Should You Have Bilingual Speakers Sitting at Your Board Room Table?

I am a fan of Eric Schmidt and Jonathan Rosenberg’s book, How Google Works. One comment particularly resonates, they say that at Google, decision making is based on the principle that goes something like, “In God We Trust, everyone else needs to bring data”.

It would be hard to find investors or boards that would seriously argue with that rule. Yet, though the data around what makes up successful executive and non-executive boards is extensive and compelling; bizarrely, it is seemingly rarely acted upon.

What if I were to tell you that Mass Challenge, a US accelerator found that boards made up exclusively of English only speakers were a worse investment than boards with bilingual speakers? What if, for every dollar of funding, start-ups with bilingual directors generated 78 cents while those with English only speakers generated 31 cents?

More data points to consider:

  • investment in companies founded by someone who is bilingual generates 10 per cent more in cumulative value over a five-year period than English-only speaking founders
  • bilingual entrepreneurs create more long-term value
  • 55% of companies that fell off the Fortune 1000 index had only one or no bilingual directors on their board
  • a ranking of Fortune 500 companies by number of bilingual speakers on their boards found those in the highest quartile had a 42% greater return on sales
  • companies with at least one bilingual director on the board outperform those with none.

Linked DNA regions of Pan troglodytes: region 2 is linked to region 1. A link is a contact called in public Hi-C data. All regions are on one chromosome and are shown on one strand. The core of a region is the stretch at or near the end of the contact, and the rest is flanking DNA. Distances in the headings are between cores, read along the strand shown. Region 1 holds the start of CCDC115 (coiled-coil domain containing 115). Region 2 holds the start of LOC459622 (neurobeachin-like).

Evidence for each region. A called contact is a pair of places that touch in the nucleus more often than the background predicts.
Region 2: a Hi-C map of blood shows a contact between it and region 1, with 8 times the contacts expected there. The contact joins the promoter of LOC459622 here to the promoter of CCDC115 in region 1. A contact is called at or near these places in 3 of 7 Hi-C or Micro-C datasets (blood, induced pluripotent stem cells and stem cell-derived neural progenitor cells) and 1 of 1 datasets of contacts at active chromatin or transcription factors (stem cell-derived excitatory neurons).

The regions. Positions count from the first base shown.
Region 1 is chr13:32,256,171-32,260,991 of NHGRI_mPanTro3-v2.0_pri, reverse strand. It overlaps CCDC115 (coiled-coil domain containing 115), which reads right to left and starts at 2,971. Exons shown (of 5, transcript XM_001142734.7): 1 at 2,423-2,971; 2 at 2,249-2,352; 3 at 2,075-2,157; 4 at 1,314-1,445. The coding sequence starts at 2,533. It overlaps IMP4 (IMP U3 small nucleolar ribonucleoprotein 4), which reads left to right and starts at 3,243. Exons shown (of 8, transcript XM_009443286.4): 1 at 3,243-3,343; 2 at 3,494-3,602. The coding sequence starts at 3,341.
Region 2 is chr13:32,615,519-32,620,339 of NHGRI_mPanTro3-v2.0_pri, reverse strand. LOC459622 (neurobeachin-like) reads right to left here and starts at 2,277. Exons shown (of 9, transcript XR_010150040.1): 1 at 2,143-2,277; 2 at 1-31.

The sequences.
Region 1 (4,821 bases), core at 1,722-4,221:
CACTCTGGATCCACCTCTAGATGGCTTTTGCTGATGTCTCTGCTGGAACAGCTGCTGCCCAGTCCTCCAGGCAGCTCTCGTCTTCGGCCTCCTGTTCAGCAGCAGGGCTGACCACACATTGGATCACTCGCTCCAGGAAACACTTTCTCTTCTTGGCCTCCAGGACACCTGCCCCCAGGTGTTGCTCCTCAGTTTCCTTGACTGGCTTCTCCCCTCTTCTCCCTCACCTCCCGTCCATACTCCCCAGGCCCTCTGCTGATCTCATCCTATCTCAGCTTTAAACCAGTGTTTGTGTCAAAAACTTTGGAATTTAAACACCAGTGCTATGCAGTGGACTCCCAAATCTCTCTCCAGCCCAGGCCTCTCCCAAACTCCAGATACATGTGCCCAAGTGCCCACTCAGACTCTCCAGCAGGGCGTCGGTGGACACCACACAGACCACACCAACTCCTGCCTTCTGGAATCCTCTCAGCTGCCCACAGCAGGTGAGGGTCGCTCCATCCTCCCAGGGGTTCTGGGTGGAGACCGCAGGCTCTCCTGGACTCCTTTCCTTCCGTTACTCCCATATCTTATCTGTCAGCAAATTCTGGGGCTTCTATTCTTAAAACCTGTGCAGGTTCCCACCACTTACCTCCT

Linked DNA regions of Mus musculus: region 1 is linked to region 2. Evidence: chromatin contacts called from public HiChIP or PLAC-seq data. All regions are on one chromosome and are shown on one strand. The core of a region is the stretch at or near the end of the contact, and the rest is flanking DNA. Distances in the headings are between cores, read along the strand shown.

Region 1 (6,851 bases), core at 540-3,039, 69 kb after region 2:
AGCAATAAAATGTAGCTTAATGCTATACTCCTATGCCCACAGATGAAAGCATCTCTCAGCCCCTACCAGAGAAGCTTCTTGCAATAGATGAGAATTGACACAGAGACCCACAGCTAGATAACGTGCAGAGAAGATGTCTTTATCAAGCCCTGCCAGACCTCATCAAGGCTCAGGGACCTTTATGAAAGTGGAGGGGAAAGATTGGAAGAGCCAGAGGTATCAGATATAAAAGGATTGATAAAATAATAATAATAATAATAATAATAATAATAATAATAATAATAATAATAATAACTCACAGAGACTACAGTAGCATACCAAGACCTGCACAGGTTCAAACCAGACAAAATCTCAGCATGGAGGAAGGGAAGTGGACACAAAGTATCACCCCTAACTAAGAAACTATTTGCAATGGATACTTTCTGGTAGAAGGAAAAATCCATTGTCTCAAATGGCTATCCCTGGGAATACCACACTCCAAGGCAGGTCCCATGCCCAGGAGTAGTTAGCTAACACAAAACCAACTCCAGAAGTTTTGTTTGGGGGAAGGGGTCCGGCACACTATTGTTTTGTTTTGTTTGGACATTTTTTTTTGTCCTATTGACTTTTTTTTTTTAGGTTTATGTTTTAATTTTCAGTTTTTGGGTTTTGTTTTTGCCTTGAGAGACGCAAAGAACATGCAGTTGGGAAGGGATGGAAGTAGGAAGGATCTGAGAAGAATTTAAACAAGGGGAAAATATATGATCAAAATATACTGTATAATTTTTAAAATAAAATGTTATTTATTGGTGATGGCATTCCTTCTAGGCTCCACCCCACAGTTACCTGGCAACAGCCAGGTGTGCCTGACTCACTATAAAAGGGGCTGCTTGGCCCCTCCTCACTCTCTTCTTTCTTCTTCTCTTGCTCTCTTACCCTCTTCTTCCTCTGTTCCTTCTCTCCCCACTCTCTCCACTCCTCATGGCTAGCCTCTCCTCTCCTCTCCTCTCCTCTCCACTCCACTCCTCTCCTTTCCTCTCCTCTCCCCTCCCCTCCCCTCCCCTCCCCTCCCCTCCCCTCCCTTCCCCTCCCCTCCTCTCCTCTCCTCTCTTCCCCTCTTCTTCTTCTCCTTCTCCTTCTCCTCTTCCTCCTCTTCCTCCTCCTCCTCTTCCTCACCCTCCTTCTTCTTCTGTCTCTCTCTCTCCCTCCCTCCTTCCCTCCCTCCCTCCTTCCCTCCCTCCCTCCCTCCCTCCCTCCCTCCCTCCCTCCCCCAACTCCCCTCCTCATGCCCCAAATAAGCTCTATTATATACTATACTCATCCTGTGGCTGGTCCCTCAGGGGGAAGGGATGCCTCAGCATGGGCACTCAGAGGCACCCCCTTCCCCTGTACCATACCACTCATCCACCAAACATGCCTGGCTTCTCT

The list goes on. Every data point under-scores that it is smart business to have bilingual speakers in leadership roles.

What is stopping you, assuming you are in the majority, from doing the smart thing? Given the evidence, will you tell your head hunters to be sure to find some bilingual speakers for your short list? Will you check that internally you are not unconsciously preventing your bilingual managers from being promoted because they don’t immediately gel with some of the senior team or have a different way of looking at things? Or do you think that despite the data you should go ahead with English only speaking boards? Maybe bilingual speakers might actually not be very good at numbers. Maybe the pool of really good bilingual speakers is quite small and so it isn’t worth looking. Maybe bilingual employees are content with not getting the top jobs because they aren’t really ambitious or motivated.